Dioni: It is my little baby! The first time I wrote and produced a show. Inspired by the GFC and my experiences in Greece it extends to all kinds of crises. Starting with emigration and covering the environmental, personal moral and existential. The show incorporates performance and video art and many songs from different genres including covers and originals. I hope to have the opportunity to take it on the road.

antiMusic: I've read that you speak seven languages. Do you find it easier or more expressive to sing in one particular language than others?

Dioni: I don't speak them all fluently but merely sing! I would have to say that because I understand Greek, Spanish, French and Italian, it is easier as you are more familiar with it but once you have mastered the accent to a difficult language (for example Portuguese) it is ok. It is fascinating though to sing in a language you don't speak.

antiMusic: What does the near future hold for both your solo career and Astyplaz?

Dioni: I think that as far as Astyplaz is concerned, other than a one-off reunion show, it is kind of difficult as the main composer has moved onto another very successful band with a very hectic international tour schedule. I am a sucker for nostalgia though, so I would never say never! As for me - I would love to put a smile on Louis-Gilles Petelle's face (my long suffering label/publisher) who has believed in me from day one and continued to support and invest in me.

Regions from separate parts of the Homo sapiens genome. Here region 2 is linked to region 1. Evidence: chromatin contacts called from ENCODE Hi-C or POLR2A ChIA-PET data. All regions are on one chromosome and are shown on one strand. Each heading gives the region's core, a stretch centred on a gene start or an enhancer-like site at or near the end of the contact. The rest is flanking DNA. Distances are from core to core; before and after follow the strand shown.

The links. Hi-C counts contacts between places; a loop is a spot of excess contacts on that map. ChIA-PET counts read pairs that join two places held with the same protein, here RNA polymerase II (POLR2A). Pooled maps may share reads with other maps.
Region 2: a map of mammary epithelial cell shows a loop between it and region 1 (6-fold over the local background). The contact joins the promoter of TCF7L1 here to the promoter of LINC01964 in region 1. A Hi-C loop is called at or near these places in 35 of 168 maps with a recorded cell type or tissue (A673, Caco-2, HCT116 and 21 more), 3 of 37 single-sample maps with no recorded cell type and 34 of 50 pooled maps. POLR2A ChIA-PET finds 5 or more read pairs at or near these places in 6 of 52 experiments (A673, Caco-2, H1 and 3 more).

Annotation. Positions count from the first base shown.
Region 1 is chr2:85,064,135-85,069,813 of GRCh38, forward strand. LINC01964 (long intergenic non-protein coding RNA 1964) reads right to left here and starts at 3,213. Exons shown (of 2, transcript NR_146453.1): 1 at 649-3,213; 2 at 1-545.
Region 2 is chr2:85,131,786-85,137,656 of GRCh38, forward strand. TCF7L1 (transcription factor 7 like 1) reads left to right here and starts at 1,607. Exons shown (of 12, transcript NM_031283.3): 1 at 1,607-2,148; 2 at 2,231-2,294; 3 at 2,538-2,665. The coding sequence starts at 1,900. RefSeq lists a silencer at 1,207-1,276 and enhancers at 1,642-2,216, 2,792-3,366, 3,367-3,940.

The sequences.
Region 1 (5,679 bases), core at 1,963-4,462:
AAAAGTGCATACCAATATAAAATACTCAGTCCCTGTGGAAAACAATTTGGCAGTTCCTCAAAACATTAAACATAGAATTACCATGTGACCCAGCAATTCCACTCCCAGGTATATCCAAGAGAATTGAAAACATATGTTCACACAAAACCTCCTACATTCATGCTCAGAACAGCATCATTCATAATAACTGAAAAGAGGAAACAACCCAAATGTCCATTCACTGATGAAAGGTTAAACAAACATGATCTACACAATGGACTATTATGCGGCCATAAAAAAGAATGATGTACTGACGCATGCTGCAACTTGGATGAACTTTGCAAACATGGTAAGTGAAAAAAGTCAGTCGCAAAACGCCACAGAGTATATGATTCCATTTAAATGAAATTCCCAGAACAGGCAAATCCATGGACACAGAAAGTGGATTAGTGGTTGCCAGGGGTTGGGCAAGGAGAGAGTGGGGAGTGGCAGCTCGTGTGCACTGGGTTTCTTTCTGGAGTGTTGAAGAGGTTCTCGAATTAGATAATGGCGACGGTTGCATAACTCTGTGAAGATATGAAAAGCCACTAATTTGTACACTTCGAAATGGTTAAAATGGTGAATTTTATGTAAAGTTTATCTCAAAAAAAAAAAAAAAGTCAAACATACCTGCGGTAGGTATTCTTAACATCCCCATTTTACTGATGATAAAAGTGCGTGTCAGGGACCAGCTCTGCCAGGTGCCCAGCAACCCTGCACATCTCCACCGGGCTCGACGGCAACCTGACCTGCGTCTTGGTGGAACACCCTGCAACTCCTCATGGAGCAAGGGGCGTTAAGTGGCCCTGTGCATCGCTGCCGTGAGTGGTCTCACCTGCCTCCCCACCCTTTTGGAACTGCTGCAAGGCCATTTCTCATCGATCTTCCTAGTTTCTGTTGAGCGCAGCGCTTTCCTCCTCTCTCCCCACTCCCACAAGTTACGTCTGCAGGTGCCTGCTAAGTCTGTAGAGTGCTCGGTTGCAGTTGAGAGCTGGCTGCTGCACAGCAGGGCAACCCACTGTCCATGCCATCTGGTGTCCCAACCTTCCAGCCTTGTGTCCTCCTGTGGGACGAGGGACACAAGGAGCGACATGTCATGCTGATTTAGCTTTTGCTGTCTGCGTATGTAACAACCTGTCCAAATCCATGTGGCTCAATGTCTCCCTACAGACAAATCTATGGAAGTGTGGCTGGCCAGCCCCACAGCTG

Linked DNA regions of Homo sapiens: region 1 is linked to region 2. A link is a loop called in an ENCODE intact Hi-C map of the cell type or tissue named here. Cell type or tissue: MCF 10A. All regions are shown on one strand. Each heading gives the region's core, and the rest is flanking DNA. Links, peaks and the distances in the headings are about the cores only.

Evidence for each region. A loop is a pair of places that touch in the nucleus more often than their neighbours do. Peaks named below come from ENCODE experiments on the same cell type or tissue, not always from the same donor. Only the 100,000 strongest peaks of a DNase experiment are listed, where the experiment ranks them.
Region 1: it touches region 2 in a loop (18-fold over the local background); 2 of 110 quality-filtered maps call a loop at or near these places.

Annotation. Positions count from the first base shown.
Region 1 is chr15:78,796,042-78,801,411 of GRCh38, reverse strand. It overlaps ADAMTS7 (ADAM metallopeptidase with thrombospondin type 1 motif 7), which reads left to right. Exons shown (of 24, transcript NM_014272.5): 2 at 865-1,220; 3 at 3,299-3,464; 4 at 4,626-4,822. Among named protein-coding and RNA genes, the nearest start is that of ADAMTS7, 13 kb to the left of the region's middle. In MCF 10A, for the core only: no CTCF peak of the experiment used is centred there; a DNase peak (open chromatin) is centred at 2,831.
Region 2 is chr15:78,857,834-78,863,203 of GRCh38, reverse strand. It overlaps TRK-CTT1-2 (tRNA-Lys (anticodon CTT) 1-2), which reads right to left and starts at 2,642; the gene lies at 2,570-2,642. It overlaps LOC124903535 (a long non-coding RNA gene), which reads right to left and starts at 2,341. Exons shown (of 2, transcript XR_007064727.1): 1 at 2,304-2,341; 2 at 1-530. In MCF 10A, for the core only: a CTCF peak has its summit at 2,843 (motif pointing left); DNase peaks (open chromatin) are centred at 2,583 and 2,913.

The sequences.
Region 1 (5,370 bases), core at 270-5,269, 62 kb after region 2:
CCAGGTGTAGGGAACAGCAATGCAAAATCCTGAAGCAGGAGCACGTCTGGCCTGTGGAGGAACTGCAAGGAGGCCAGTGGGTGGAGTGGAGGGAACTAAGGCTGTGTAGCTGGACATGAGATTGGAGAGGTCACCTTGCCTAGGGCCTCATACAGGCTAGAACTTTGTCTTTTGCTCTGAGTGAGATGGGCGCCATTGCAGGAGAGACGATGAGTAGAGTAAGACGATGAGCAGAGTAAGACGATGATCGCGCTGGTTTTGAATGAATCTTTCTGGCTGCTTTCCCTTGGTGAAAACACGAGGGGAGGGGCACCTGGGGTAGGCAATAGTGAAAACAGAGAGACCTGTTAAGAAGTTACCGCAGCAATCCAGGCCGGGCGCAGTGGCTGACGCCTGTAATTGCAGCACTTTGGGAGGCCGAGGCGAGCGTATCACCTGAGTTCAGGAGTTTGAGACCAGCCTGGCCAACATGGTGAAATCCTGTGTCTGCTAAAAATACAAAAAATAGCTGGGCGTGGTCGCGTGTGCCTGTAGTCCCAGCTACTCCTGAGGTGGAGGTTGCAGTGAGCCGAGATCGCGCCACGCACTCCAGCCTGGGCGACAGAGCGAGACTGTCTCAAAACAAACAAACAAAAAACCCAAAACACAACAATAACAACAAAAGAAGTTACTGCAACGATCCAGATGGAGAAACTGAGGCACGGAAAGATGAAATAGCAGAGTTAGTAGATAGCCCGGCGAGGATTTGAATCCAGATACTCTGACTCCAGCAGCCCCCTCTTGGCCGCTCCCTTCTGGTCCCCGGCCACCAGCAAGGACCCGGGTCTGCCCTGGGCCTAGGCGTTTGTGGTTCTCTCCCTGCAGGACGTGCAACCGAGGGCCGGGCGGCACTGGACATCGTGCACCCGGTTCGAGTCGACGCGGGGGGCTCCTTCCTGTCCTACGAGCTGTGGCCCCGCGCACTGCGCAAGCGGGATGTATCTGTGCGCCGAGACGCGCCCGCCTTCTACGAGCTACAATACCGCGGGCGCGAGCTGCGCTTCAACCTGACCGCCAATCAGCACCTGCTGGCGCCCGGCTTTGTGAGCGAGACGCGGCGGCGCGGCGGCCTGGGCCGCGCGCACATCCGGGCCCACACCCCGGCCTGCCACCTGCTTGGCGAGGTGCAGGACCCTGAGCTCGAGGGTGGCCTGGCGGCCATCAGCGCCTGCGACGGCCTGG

Basically I just wish to get my songs heard far and wide, hopefully reaching many ears and the dream for every artist - providing hope, inspiration, comfort and even dissent through their music and of course to tour everywhere on the planet presenting my songs and entertaining crowds as there is nothing else for me. This is my life. Did I mention an award or two?! That would also be great.

Morley and antiMusic thank Dioni for taking the time to speak with us.

Visit the official website: http://dionimusic.com

Get the EP here.